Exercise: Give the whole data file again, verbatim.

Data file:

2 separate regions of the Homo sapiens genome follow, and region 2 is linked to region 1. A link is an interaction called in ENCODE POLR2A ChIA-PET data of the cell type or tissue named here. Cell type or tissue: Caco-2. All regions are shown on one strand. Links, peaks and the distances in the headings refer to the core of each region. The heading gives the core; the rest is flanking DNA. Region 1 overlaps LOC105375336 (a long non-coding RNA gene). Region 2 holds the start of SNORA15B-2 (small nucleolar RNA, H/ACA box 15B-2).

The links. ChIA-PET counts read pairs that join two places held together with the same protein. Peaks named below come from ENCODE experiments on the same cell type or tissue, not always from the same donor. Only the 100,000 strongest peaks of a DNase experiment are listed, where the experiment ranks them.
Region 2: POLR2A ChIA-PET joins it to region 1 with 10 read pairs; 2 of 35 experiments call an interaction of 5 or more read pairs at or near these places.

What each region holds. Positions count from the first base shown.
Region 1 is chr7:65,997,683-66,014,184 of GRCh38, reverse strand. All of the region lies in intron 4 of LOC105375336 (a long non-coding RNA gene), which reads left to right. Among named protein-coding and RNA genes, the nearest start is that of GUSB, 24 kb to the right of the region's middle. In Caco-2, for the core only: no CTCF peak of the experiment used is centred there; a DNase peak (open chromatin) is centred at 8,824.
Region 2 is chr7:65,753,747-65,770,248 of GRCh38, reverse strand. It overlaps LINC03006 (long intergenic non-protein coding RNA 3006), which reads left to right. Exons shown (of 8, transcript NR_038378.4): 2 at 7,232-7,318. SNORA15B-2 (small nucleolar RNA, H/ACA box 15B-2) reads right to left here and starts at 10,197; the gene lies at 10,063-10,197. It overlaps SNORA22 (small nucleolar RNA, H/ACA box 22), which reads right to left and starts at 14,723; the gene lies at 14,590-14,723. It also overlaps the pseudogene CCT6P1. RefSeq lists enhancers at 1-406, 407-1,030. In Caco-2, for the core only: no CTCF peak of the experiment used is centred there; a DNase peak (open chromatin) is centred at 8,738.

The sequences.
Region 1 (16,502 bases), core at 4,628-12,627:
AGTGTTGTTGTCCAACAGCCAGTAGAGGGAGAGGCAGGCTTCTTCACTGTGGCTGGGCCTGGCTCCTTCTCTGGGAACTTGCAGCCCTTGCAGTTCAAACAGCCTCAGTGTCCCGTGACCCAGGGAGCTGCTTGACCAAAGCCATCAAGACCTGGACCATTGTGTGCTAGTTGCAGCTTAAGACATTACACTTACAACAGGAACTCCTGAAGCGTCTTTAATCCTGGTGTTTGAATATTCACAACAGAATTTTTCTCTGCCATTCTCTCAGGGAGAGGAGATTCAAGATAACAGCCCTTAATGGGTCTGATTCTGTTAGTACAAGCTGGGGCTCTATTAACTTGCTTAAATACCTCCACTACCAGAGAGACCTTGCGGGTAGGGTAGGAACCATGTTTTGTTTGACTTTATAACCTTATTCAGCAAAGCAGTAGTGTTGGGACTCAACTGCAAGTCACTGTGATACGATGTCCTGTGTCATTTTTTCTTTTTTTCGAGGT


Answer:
2 separate regions of the Homo sapiens genome follow, and region 2 is linked to region 1. A link is an interaction called in ENCODE POLR2A ChIA-PET data of the cell type or tissue named here. Cell type or tissue: Caco-2. All regions are shown on one strand. Links, peaks and the distances in the headings refer to the core of each region. The heading gives the core; the rest is flanking DNA. Region 1 overlaps LOC105375336 (a long non-coding RNA gene). Region 2 holds the start of SNORA15B-2 (small nucleolar RNA, H/ACA box 15B-2).

The links. ChIA-PET counts read pairs that join two places held together with the same protein. Peaks named below come from ENCODE experiments on the same cell type or tissue, not always from the same donor. Only the 100,000 strongest peaks of a DNase experiment are listed, where the experiment ranks them.
Region 2: POLR2A ChIA-PET joins it to region 1 with 10 read pairs; 2 of 35 experiments call an interaction of 5 or more read pairs at or near these places.

What each region holds. Positions count from the first base shown.
Region 1 is chr7:65,997,683-66,014,184 of GRCh38, reverse strand. All of the region lies in intron 4 of LOC105375336 (a long non-coding RNA gene), which reads left to right. Among named protein-coding and RNA genes, the nearest start is that of GUSB, 24 kb to the right of the region's middle. In Caco-2, for the core only: no CTCF peak of the experiment used is centred there; a DNase peak (open chromatin) is centred at 8,824.
Region 2 is chr7:65,753,747-65,770,248 of GRCh38, reverse strand. It overlaps LINC03006 (long intergenic non-protein coding RNA 3006), which reads left to right. Exons shown (of 8, transcript NR_038378.4): 2 at 7,232-7,318. SNORA15B-2 (small nucleolar RNA, H/ACA box 15B-2) reads right to left here and starts at 10,197; the gene lies at 10,063-10,197. It overlaps SNORA22 (small nucleolar RNA, H/ACA box 22), which reads right to left and starts at 14,723; the gene lies at 14,590-14,723. It also overlaps the pseudogene CCT6P1. RefSeq lists enhancers at 1-406, 407-1,030. In Caco-2, for the core only: no CTCF peak of the experiment used is centred there; a DNase peak (open chromatin) is centred at 8,738.

The sequences.
Region 1 (16,502 bases), core at 4,628-12,627:
AGTGTTGTTGTCCAACAGCCAGTAGAGGGAGAGGCAGGCTTCTTCACTGTGGCTGGGCCTGGCTCCTTCTCTGGGAACTTGCAGCCCTTGCAGTTCAAACAGCCTCAGTGTCCCGTGACCCAGGGAGCTGCTTGACCAAAGCCATCAAGACCTGGACCATTGTGTGCTAGTTGCAGCTTAAGACATTACACTTACAACAGGAACTCCTGAAGCGTCTTTAATCCTGGTGTTTGAATATTCACAACAGAATTTTTCTCTGCCATTCTCTCAGGGAGAGGAGATTCAAGATAACAGCCCTTAATGGGTCTGATTCTGTTAGTACAAGCTGGGGCTCTATTAACTTGCTTAAATACCTCCACTACCAGAGAGACCTTGCGGGTAGGGTAGGAACCATGTTTTGTTTGACTTTATAACCTTATTCAGCAAAGCAGTAGTGTTGGGACTCAACTGCAAGTCACTGTGATACGATGTCCTGTGTCATTTTTTCTTTTTTTCGAGGT